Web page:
US weekly jobless claims at record 6.6m

WASHINGTON • The number of Americans filing claims for unemployment benefits last week shot to a record high for a second week in a row – topping six million – as more jurisdictions enforced stay-at-home measures to curb the coronavirus pandemic, which economists say has pushed the United States economy into recession.

Initial claims for unemployment benefits rose to 6.65 million in the latest week from an unrevised 3.3 million the previous week, the US Labour Department said yesterday.

The figures far exceeded the median estimate of 3.5 million in a Reuters survey of economists.

The government’s weekly report, the most timely data on the economy’s health, offered the clearest evidence yet that the longest employment boom in US history probably ended last month.

More than 80 per cent of Americans are under some form of lockdown, up from less than 50 per cent a couple of weeks ago, leaving state employment offices overwhelmed by an avalanche of applications.

The outbreak has spurred an unprecedented surge in Americans seeking government assistance. They have already outstripped applications for unemployment benefits that peaked at 665,000 during the recession between 2007 and 2009, during which 8.7 million jobs were lost.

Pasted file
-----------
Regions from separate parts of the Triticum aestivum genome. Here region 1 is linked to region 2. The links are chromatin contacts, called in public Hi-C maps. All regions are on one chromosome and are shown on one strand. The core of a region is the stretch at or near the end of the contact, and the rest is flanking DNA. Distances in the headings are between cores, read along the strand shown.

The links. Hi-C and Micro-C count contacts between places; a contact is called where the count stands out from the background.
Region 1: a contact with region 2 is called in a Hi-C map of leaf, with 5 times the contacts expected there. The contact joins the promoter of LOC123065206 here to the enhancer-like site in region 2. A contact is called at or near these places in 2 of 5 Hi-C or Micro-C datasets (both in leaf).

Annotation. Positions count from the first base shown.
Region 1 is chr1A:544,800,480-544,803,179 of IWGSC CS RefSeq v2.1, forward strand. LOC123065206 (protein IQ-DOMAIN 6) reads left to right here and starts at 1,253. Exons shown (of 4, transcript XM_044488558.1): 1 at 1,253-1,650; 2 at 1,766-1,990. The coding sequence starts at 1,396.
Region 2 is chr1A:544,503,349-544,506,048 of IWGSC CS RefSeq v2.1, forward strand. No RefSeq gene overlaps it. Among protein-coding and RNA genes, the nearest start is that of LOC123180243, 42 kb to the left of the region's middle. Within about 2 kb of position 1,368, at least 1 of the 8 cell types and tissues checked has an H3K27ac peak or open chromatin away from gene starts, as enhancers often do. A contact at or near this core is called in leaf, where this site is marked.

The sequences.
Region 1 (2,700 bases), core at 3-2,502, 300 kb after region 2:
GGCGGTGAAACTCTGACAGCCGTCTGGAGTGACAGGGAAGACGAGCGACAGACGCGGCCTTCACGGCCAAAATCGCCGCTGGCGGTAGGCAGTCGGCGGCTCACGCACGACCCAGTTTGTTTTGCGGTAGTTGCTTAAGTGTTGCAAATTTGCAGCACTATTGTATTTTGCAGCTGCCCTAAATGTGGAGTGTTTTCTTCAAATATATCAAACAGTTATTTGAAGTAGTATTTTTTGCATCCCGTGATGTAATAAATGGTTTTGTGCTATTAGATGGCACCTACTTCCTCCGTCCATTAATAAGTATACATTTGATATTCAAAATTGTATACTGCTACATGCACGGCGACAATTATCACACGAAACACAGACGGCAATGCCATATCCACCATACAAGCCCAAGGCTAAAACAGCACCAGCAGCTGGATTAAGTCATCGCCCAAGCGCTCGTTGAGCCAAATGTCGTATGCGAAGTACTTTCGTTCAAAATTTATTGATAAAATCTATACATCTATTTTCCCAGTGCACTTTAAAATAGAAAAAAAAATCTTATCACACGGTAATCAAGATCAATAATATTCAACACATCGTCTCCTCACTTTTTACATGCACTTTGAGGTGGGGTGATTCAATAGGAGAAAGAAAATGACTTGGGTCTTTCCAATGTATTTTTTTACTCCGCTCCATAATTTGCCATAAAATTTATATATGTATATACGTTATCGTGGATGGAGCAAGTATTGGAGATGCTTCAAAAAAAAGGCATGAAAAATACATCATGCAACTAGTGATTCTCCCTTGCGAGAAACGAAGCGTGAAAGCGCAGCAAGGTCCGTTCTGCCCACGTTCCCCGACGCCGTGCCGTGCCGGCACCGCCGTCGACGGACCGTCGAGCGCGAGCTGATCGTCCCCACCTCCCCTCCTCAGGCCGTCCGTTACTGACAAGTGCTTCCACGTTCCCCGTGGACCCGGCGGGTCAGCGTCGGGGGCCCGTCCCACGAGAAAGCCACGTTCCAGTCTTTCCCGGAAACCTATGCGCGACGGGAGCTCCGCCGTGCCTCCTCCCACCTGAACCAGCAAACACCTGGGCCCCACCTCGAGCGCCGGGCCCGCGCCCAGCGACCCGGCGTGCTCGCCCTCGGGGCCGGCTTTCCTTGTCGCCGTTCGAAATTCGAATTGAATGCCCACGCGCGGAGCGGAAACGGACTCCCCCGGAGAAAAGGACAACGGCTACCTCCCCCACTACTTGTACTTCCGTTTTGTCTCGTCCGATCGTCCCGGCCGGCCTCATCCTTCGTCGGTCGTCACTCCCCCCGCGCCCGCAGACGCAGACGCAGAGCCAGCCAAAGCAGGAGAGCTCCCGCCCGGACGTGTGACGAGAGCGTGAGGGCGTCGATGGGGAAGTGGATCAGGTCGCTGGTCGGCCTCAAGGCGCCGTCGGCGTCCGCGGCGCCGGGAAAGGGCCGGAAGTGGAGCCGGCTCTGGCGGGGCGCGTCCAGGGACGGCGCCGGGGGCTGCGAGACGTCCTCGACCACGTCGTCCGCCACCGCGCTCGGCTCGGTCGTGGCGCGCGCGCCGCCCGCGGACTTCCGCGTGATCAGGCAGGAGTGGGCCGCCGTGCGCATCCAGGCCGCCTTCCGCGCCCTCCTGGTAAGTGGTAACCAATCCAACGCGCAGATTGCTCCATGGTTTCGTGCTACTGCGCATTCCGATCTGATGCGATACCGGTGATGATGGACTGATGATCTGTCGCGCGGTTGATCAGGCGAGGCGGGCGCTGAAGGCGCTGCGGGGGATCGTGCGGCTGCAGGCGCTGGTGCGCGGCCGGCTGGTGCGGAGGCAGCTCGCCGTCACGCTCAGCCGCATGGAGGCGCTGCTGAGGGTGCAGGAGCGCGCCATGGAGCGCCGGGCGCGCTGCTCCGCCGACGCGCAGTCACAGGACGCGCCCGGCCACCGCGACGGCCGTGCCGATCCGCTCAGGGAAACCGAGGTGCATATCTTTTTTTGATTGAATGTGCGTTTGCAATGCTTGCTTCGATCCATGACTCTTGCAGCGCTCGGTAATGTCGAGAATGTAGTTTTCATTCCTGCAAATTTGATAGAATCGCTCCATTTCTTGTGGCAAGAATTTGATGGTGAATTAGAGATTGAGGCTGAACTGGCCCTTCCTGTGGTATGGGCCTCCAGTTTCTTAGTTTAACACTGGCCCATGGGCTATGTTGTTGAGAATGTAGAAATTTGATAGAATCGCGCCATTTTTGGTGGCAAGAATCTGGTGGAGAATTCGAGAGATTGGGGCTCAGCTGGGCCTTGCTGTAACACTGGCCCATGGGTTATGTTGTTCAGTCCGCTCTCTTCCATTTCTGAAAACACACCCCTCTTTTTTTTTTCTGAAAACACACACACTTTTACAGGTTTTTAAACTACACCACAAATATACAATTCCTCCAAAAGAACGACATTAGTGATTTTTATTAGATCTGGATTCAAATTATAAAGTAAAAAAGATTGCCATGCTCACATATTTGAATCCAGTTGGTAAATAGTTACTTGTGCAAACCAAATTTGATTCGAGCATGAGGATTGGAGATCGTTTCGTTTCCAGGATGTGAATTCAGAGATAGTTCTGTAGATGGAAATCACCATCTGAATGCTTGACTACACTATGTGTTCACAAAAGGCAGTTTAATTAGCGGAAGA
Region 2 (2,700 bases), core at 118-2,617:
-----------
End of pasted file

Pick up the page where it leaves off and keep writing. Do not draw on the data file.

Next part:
Economists say the country should brace itself for jobless claims to continue escalating, citing generous provisions of a historic US$2.2 trillion (S$3.2 trillion) fiscal package signed by President Donald Trump last Friday as well as the federal government’s easing of requirements for workers to seek benefits.

Self-employed and gig workers who were previously unable to claim unemployment benefits are now eligible. In addition, the unemployed will receive up to US$600 a week for up to four months, which is equivalent to US$15 an hour for a 40-hour workweek.

By comparison, the government-mandated minimum wage is about US$7.25 an hour and the average jobless benefits payment was roughly US$385 a person per month at the start of this year.

Last week’s claims data has no bearing on the closely watched employment report for last month which is scheduled for release today. For the latter, the government surveyed businesses and households in the middle of the month, when just a handful of states were enforcing movement restrictions.

It is, however, a preview of the carnage that awaits. Retailers, including Macy’s, Kohl’s Corp and Gap, said on Monday that they would furlough tens of thousands of employees, as they prepare to keep stores shut for longer.

“A rough look at the most affected industries suggests a potential payroll job loss of over 16 million jobs,” said JPMorgan Funds chief global strategist David Kelly in New York. “The loss would be enough to boost the unemployment rate from roughly 3.5 per cent to 12.5 per cent, which would be the highest rate since the Great Depression.”


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